Unfortunately, we’ll never get the chance to test that hypothesis. And, in fairness, Brown was not without his baggage. Larke Recchie, his first wife, alleged in restraining orders filed during her and Brown’s divorce proceedings that she feared his “physical violence and abusive nature” and that he had “intimidated, pushed, bullied, and shoved her” during their marriage. Recchie would eventually walk back these claims, and even went on to film a campaign ad and host a fundraiser for Brown, but who knows what kind of sordid details a presidential campaign would dredge up, and what kind of pall they could cast over a campaign. And while Brown’s passionate stumping for universal healthcare and LGBTQ rights make him sound like a member of the more youthful, more progressive wing of the Democratic Party, he certainly doesn’t look like one. The 2018 midterms saw female and minority candidates make massive gains in the voting booth, and the Democrats may be wise to build on the momentum they gathered in November by nominating someone other than a gravel-voiced, 66-year old white guy. Our current political moment is being defined by the #MeToo Movement and Black Lives Matter, not the AFL-CIO and the Teamsters, and it may be in the Democrats’ best interests to try and energize a block of voters who stayed home in 2016 instead of winning over one that vociferously rejected them that same year.

It’s worth noting, of course, that the presumptive front-runner is a 76-year old white guy. Joe Biden is reportedly preparing to announce his 2020 bid in the coming months, and the former Vice President is sure to receive a lot of early attention in what’s already a crowded field. Brown made it very clear that Biden’s imminent run did not play a factor in his decision to stay out of the race, but it’s hard not to see his abstention, as well as that of Oregon Senator Jeff Merkley and former New York City Mayor Michael Bloomberg, as a concession that things may not be as wide open as they seemed six months ago. As the most recognizable name to throw his hat into the ring, Biden has a chance to grab a stranglehold of the polls and define the primary race on his own terms. Candidates like Warren, Sanders, and Harris have strong brands and passionate bases, sure, but their presidential bids have always felt like a foregone conclusion, and their narratives prefabricated and predictable. After the will-he-or-won’t-he drama of 2016, Biden’s entry into the race will feel like a much bigger splash, and the ripples could scare off any other would-be challengers not named Beto O’Rourke, who’s already popular and recognizable among Democrats and demonstrated during his unsuccessful Senate run that he is a fundraising machine. After a chaotic first few months where it seemed like everyone and their mother was lining up to take on Trump, the primary field has begun to settle, and, unfortunately for Brown, in the early days, he did a little too much listening, and not enough running.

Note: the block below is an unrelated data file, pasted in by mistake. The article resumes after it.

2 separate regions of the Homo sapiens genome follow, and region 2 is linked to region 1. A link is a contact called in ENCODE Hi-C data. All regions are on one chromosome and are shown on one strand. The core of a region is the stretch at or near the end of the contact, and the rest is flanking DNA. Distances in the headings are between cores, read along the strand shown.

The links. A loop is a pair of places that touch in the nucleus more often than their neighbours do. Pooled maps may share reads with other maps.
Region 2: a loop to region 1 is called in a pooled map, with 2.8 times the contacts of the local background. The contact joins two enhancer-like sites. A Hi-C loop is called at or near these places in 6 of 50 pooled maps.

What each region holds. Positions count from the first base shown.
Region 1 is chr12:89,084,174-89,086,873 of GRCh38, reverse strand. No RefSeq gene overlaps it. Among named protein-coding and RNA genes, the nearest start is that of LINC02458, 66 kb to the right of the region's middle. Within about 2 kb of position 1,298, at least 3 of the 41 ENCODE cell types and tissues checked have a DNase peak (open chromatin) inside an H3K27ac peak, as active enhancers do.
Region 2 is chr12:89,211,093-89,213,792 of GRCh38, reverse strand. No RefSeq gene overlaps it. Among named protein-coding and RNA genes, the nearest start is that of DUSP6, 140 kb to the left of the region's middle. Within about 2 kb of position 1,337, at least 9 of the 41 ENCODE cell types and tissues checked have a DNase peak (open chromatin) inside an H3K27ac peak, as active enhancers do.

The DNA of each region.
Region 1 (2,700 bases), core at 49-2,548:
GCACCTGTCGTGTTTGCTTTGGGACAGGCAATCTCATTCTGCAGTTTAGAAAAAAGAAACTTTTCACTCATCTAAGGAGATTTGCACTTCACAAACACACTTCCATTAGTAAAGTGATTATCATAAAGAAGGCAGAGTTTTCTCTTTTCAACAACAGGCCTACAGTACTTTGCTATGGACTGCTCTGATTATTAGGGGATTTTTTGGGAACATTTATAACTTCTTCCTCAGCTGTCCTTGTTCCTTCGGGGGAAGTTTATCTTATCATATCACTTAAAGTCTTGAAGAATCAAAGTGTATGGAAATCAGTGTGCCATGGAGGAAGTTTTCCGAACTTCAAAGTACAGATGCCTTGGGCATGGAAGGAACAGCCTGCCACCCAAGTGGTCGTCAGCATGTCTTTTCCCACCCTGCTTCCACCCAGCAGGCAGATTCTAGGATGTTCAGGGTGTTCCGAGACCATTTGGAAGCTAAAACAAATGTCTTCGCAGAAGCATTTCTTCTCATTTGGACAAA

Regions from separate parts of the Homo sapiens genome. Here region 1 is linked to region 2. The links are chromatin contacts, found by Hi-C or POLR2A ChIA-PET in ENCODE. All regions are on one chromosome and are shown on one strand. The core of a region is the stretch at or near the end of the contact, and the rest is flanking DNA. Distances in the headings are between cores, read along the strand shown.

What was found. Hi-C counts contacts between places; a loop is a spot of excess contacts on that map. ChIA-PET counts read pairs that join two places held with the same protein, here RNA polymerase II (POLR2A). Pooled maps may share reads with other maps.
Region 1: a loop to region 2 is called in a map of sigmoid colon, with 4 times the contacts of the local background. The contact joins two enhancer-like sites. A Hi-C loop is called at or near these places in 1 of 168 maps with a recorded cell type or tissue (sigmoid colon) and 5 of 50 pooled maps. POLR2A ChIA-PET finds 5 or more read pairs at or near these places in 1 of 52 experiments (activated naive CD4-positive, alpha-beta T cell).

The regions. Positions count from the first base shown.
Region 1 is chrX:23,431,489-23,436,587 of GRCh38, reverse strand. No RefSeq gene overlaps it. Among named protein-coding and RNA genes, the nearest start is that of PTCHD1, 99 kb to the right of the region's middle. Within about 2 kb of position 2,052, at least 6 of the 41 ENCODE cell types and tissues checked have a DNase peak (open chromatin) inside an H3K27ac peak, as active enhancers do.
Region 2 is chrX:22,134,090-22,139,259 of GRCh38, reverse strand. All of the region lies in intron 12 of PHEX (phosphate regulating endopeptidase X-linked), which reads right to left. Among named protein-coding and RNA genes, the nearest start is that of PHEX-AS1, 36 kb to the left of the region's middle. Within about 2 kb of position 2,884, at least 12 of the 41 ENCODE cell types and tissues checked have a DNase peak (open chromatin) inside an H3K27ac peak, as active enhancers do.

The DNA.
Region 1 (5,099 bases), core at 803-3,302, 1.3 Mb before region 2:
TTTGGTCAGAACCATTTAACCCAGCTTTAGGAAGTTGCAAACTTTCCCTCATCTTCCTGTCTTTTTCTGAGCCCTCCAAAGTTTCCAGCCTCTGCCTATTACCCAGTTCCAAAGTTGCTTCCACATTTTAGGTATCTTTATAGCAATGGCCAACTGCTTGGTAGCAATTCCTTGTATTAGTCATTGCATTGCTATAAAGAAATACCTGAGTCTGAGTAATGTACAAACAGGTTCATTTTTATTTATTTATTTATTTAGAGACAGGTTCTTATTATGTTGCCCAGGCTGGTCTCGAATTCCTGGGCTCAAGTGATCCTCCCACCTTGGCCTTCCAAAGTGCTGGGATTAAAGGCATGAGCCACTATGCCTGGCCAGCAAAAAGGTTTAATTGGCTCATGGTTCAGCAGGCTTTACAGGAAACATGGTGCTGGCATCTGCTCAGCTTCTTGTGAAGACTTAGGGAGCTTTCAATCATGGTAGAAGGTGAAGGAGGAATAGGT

Brown should be heartened by Biden’s political trajectory, however. After running two uninspiring campaigns in 1988 and 2008, the Senate veteran with working class roots found himself on Barack Obama’s presidential ticket, where he lent a sense of establishment credibility to a young upstart’s campaign. Brown could play a similar role in 2020. His appeal to white Midwesterners could balance out a ticket headlined by Harris or Booker, while his left wing street cred makes him a natural complement to centrists like Biden and John Hickenlooper. He made Hillary Clinton’s shortlist in 2016, and though he says he won’t take the role even if it’s offered to him, he’d be foolish not to. The Democratic primary seems to have settled for now, but who knows what shifts and surprises the upcoming decade will bring. If he plays his cards right, Brown could, like Biden, find himself on the fast track from also ran to favorite. Considering we’re still eleven months away from the Iowa caucuses, looking that far into the future feels vexing, burdensome, and counterproductive. But if this primary cycle has taught us anything so far, it’s that you can never start thinking about these things too early…